"Ginny? What do you think?" Orla was asking.

"Hmm? I'm sorry, could you repeat that?"

"I think Dean should put this in the show," she said, holding up a portrait of Seamus sitting in the window seat of the art studio, during a snowstorm.

Dean winced. "It's a very personal painting."

Ginny regarded the painting, then said, "Orla's right, Dean. It's very good." She looked up at her artist friend. "You know, if you're going to do this for real, some of it's going to be personal. You'll have to work out how to handle that."

Dean stood looking at the painting. He'd always been a very private sort of fellow; showing everyone at school such a painful chapter in his love life wasn't something he was eager to do. But Orla and Ginny were right—the painting was too good to leave out. He turned to Seamus. "How do you feel about it?" he asked.

Seamus smiled at his boyfriend. "Every time I pose for you, I assume it will be for public consumption. My uncle is an artist, too. I know the score. And remember, I asked you to paint me that day."

Dean nodded, then took a deep breath. "Put it in the show," he said.

By dinnertime, the performers had rehearsed in the space and the visual artists had installed their work on the temporary partitions. Realizing there was nothing more that could be done, a nervous Ginny ran into the Great Hall for a quick dinner with Draco, who did his best to calm her down and reassure her that the evening would go well. As she left the hall to make the finishing touches before the opening, she ran into her brother in the corridor.

"Ron," Ginny said, "have you seen Padma? She rehearsed earlier but she didn't seem happy and I haven't seen her since."

Ron shook his head. "Not happy, you say?" he asked.

"Dissatisfied. I thought the sound was fine and her songs were really beautiful but she would have none of it and when I turned around, she was gone."

Ron sighed. "When does she need to be on?"

"She should be ready to play in about an hour. We're using her to close the show, after the poetry reading. I need to get these writers in line—I swear, it's like herding cats—so I don't really have time to try to find her."

Ron laid his hand on his sister's shoulder. "Don't worry, Ginny. I know where she's got to. I'll get her back here in plenty of time."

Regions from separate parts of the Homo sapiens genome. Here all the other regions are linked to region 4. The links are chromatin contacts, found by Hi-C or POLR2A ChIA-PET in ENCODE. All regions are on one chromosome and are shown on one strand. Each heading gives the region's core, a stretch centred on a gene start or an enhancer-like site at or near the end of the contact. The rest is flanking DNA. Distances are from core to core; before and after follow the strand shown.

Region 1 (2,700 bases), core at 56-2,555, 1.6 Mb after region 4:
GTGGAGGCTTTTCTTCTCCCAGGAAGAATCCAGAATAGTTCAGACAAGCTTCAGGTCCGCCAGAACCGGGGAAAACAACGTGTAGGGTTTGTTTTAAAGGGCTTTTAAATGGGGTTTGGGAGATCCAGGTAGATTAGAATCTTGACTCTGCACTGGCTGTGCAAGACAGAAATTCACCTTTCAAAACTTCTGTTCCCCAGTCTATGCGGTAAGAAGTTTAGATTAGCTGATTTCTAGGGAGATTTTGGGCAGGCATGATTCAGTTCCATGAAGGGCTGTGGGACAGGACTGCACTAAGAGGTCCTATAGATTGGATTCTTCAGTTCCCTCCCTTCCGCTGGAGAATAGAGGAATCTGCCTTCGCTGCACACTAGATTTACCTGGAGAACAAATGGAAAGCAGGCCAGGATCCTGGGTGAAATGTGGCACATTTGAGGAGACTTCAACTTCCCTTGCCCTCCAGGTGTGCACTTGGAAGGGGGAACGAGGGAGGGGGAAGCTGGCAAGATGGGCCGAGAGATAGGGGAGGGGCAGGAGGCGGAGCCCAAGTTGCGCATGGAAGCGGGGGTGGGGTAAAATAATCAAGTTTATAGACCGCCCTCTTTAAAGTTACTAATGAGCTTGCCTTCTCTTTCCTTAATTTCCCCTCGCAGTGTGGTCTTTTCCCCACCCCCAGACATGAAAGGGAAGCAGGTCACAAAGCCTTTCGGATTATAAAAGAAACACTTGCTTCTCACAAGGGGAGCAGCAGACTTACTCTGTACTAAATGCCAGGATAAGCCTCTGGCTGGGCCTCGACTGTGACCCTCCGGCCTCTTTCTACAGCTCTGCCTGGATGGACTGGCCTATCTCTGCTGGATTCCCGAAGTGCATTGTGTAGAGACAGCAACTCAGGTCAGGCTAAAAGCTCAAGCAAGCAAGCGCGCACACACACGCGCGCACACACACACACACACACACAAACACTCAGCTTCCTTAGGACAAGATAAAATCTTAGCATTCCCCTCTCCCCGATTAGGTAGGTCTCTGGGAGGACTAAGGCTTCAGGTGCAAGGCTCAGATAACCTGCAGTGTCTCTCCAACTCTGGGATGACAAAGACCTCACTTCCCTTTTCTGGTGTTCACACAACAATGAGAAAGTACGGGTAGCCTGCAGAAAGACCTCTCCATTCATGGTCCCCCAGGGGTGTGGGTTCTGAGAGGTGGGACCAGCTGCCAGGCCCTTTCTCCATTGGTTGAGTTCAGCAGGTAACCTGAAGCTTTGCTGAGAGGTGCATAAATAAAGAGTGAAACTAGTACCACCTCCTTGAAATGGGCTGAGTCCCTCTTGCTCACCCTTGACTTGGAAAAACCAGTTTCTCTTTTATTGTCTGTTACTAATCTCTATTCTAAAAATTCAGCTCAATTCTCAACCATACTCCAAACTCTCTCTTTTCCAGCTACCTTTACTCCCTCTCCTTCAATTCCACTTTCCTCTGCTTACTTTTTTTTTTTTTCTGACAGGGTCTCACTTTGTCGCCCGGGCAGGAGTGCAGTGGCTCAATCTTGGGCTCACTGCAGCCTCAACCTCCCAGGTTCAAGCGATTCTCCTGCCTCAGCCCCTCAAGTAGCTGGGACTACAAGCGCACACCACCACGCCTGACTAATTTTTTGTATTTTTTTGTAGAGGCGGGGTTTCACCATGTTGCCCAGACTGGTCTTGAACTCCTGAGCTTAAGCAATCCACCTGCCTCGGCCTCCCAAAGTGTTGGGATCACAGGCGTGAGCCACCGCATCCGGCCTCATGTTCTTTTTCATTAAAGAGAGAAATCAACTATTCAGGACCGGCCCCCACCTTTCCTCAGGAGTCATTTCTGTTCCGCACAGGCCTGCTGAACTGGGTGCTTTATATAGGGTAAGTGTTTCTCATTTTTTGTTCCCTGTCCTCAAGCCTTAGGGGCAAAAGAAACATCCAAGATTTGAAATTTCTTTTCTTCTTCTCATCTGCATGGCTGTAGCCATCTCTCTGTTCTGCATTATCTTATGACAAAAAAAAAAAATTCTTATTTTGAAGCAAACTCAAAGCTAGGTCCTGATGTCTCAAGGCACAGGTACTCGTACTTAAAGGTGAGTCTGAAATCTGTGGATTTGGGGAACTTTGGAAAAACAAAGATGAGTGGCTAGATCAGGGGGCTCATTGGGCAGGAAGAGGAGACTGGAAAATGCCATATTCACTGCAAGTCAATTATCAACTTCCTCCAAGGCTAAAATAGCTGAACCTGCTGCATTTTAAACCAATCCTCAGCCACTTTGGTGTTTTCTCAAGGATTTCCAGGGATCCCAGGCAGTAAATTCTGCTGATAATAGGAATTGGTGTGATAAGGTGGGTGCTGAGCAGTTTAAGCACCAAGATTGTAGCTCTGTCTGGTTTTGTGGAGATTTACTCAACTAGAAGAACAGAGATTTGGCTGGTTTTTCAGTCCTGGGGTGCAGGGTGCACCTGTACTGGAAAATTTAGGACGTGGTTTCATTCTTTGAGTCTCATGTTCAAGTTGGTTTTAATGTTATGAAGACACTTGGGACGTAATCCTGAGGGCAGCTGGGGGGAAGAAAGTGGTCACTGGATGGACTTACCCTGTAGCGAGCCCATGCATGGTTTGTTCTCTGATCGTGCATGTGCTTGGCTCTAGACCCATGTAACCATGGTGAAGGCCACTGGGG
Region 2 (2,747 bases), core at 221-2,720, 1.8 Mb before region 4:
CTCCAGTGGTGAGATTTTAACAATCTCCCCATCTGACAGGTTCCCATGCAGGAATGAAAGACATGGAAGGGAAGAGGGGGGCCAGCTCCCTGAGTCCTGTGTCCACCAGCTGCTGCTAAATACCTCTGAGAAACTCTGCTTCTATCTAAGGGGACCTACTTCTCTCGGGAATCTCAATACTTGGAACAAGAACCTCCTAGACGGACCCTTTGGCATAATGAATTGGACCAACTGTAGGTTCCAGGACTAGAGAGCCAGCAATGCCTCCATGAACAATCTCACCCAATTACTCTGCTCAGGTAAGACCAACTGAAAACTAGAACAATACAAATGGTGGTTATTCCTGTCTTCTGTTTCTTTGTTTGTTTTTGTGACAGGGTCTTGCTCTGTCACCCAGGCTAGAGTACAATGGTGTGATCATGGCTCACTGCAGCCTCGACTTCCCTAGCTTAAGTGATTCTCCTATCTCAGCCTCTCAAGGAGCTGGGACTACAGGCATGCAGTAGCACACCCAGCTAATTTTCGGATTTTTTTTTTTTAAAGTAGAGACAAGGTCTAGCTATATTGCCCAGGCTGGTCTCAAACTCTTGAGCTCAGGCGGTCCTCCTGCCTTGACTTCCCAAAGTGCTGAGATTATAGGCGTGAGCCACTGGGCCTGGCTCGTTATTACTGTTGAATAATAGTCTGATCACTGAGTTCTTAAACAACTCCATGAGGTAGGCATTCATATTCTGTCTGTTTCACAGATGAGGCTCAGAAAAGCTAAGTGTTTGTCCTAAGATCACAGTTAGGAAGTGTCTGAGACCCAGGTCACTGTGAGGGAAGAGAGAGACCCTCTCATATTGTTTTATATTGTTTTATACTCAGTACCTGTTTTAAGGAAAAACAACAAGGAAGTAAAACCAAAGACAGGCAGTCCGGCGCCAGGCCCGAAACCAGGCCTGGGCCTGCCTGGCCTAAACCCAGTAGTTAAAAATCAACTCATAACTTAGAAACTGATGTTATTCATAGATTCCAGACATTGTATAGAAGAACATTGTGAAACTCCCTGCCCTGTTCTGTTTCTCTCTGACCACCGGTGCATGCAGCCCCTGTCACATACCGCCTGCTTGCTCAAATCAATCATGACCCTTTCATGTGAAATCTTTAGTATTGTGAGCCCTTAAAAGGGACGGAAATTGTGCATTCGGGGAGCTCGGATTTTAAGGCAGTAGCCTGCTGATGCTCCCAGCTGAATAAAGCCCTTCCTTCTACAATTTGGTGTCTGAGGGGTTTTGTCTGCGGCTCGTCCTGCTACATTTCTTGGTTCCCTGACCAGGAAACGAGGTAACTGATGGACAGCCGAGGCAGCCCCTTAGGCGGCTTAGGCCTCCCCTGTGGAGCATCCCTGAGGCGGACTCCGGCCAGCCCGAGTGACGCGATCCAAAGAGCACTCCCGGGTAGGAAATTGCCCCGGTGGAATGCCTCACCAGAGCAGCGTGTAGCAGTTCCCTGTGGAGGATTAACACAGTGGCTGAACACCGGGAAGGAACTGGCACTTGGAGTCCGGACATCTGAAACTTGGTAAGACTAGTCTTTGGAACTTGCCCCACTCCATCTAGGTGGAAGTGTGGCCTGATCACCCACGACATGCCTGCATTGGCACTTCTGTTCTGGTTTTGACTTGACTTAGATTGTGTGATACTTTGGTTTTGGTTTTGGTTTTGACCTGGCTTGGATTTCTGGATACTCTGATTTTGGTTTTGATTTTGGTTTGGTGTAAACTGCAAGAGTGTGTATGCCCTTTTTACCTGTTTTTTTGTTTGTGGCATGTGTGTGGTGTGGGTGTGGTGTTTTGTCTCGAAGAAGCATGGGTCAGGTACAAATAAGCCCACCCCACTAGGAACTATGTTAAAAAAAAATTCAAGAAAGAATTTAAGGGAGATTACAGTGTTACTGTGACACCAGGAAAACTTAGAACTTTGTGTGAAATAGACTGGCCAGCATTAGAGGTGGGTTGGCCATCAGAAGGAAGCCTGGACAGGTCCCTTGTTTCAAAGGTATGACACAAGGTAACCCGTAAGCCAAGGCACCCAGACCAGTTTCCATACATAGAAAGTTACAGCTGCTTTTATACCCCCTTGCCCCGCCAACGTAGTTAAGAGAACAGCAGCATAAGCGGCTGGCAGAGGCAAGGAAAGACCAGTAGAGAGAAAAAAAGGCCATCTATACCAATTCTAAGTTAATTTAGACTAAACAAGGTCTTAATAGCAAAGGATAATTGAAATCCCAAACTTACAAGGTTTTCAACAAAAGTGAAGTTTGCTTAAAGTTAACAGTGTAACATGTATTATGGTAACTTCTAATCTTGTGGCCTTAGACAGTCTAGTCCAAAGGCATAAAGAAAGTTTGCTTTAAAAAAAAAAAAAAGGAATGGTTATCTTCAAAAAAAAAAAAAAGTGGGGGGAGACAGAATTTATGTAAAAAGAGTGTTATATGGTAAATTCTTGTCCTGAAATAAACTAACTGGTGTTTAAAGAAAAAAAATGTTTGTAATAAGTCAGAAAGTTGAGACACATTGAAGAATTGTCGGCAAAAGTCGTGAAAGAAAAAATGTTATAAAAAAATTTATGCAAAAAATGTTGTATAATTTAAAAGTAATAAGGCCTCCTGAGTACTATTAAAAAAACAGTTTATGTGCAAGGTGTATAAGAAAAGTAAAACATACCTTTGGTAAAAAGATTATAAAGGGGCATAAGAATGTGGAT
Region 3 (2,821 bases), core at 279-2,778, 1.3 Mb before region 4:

Ginny threw her arms around her brother. "Thank you!" She released him, then ran off to deal with her next emergency.

Ron navigated corridors and staircases until he reached the familiar nook with its purple curtains. Carefully, he parted the drapes.

Padma was sitting cross-legged atop the chess table, her guitar lying across one of the chairs. Her head was buried in her hands and she didn't look up when she heard Ron open the drapes.

"Padma?" Ron asked gently.

"Go away," Padma said, her voice muffled by her hands.

Ron stepped in through the curtains and walked around the chair and table to stand behind her. He wrapped his arms around her waist and put his chin on her shoulder. "I'm not going anywhere until you tell me what's wrong," he said.

"I can't do this. I'm not ready. The songs aren't ready."

Ron spoke in the slow, soothing tones that only his girlfriend inspired. "The songs are as ready as they will ever be. They're certainly good enough for the Salon."

Padma shook her head. "You're just saying that."

"No, I'm not. If they weren't, of course I would tell you rather than have you be embarrassed in front of the school!" He dipped his head down to kiss her shoulder. "Seamus likes them, too. He said so. And he does know about music, so you can't discount his opinion."

"I wasn't discounting your opinion, Ron."

"Padma, you told Ginny you would play. She's counting on you." He paused. "Aren't you trying not to be such a perfectionist?" he asked.

Padma sat quietly for a minute, then finally lifted her head up. "Do you really think they're okay?" she asked.

He nodded. "Can I bring you back to the studio now?"

"Can I have a kiss first, please?"

Ron smiled, lifting his head from her shoulder and turning to give her a deep, tender kiss. "Feel better?" he asked.

"Not really," she admitted. "I suppose I'll have to get used to that." She smiled a bit, then grabbed her guitar and hopped off the table. Ron parted the curtains and took her other hand as they headed back to the studio.

Ginny stood at the head of the room and made sure everyone was present before she opened the doors. Colin, Dean and the other artists were standing near their work, the poets and Padma were ready to go on and the food had arrived from the kitchens just moments before. Ginny took a deep breath and opened the doors.

She was completely unprepared for what she saw: About a hundred students were standing outside the small studio. Panicking, she shut the door.

"Oh no, Orla!" she wailed. "How are we going to fit all those people in here?"

Orla and Kevin looked at each other then back at Ginny, shocked.

"Damn those flyers," Ginny said.

Then there was a pounding on the door. "Ginny? Ginny, let me in," said Draco through the door.

Ginny went back to the door and opened it just enough to let her boyfriend in, then shut it quickly on the crowd.

"What's going on, Ginny?" Draco asked.

"I never thought so many people would come," Ginny confessed. "I thought, fifty maybe sixty at the most."

Draco looked around the small room, then saw a door. "What's back there?" he asked.